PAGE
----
By: Gabriele Lazzari
The Institute for World Literature, created in 2011 thanks to the effort of a group of professors and scholars interested in the burgeoning debate around World Literature, was held in Lisbon, Portugal, from June 16th to July 22nd. Organized by Harvard University, and directed by David Damrosch, the Institute meets every summer in a different location, drawing together a wide-ranging academic community for an intense month of lectures, debates, and seminars.
Rutgers, as one of the founding institution of the Institute, has contributed to its development and success, and, since its inaugural session, has funded several students to participate in this intellectually stimulating experience. For graduate students in Comparative Literature the Institute has been particularly rewarding, given its global focus.
This summer I had the opportunity to be in Lisbon for a month and be part of this vibrant event, which I found challenging and intense, and yet, extremely friendly and welcoming. I attended two seminars (each lasting two weeks). Thanks to the diversity of the students and to the enthusiasm of the professors, who listened and coordinated very different takes on the readings assigned, I engaged in lively and inspiring discussions, which have helped me delve into questions that will be crucial for my future research.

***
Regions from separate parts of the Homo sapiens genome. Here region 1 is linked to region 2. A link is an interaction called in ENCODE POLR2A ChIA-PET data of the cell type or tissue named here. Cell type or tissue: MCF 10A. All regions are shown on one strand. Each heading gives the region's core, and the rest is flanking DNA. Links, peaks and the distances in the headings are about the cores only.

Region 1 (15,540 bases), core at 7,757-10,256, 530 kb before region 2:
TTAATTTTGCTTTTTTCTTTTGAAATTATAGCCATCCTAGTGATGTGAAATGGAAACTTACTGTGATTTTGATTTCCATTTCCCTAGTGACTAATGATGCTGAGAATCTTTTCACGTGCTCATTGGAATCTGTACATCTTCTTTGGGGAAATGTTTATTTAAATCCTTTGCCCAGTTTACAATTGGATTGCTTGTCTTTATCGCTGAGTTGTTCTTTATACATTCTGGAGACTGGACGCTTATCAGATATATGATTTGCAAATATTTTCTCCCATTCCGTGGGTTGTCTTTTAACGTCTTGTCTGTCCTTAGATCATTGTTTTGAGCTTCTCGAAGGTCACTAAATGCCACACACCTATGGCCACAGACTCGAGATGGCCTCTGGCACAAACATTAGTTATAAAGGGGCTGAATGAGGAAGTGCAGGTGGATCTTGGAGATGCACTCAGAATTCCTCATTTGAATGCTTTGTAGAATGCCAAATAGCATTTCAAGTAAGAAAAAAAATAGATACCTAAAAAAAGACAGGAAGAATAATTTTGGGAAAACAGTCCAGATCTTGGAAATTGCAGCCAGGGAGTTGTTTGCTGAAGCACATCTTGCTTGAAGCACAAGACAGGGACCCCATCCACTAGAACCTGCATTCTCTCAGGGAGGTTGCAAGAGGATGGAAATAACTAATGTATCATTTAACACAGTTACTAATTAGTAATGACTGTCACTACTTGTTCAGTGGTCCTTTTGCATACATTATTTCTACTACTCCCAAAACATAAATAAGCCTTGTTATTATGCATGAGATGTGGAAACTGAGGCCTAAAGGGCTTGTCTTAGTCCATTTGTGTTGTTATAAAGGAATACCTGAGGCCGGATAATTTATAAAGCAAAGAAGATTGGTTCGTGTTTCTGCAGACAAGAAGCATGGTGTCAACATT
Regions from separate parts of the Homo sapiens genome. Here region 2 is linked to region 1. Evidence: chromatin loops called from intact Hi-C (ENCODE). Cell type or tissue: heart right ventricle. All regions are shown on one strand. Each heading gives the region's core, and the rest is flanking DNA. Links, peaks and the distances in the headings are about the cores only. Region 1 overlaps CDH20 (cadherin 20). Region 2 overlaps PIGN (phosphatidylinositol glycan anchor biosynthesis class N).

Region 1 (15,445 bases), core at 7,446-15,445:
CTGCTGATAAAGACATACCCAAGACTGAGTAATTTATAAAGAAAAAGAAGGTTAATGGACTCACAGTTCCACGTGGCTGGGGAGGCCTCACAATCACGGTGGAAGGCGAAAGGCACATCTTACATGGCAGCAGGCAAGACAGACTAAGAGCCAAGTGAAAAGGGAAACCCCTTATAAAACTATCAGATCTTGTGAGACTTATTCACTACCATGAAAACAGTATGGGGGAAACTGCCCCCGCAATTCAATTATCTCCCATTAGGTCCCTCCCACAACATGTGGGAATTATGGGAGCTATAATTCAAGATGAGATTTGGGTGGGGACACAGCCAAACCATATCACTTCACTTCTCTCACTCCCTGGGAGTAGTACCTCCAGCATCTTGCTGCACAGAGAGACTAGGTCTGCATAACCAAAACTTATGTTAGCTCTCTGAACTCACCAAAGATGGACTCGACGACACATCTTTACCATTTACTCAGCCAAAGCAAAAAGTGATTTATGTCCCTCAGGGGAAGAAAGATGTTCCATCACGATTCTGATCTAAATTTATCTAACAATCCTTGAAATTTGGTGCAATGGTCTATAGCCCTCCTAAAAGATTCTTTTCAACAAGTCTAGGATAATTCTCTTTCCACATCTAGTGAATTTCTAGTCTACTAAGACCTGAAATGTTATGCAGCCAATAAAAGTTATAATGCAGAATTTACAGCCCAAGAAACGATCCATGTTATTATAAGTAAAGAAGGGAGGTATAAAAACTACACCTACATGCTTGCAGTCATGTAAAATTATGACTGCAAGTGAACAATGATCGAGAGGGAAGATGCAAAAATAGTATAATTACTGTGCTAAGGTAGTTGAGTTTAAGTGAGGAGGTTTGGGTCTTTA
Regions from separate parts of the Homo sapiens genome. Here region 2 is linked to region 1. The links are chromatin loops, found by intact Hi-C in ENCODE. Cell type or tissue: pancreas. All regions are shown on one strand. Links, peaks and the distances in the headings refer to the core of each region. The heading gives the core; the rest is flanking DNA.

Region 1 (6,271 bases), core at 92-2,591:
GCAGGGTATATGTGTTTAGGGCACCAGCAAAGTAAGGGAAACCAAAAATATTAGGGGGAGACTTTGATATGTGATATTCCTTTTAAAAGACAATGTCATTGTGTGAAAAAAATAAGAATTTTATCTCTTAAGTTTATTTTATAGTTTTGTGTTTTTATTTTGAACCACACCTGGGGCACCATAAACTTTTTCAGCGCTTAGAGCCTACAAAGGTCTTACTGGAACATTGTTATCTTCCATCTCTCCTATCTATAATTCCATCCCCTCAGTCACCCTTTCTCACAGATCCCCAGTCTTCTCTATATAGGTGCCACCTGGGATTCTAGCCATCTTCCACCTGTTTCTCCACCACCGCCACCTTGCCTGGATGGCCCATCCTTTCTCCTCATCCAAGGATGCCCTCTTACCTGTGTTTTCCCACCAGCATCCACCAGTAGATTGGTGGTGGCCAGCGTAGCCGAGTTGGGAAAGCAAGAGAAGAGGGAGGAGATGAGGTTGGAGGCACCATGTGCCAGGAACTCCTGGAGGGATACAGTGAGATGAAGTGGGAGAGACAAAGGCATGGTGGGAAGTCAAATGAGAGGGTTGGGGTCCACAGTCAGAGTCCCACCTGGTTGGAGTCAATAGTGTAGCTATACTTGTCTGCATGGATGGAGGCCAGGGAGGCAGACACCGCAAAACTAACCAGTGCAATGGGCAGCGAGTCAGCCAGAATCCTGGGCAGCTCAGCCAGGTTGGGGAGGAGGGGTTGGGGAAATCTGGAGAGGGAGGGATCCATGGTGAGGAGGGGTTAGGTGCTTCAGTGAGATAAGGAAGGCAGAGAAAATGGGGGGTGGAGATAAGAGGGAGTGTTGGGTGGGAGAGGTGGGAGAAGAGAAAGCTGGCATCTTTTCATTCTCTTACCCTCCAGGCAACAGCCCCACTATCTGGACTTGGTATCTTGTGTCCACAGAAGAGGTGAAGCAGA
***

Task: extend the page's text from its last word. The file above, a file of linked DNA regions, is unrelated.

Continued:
Filinto Elísio, Capoverdian poet, delivers a lecture on diasporic Capoverdian writing
Apart from these intense seminars, students and scholars had the possibility to be part of an “Affinity Group.” Depending on one’s specific interests related to World Literature, every participant could choose a group and get together, rather informally, with other students working on similar topics. I personally chose “Poetics and Politics of World Literature” where I presented a paper (everyone is asked to do so) and received extremely interesting feedback. The organization and rationale of these groups is ideal, since every student is given the opportunity to share his or her work as in a conference, but without its formal and (potentially intimidating) setting.
In addition to these activities, the Institute hosted several lectures by prominent scholars of World Literature and by poets and writers, along with panels focused on relevant contemporary debates in academia, such as publishing and program design.
The cultural activities and optional outings offered by the Institute, as well as the touching beauty of Lisbon, made this experience extremely rewarding and fun. The readings, discussions, and lectures have already helped me develop ideas and questions that I will continue exploring. Finally, the Institute has given me the opportunity to build a solid network of professors and graduate students from several cultural and academic backgrounds with whom I hope I’ll continue to be in conversation.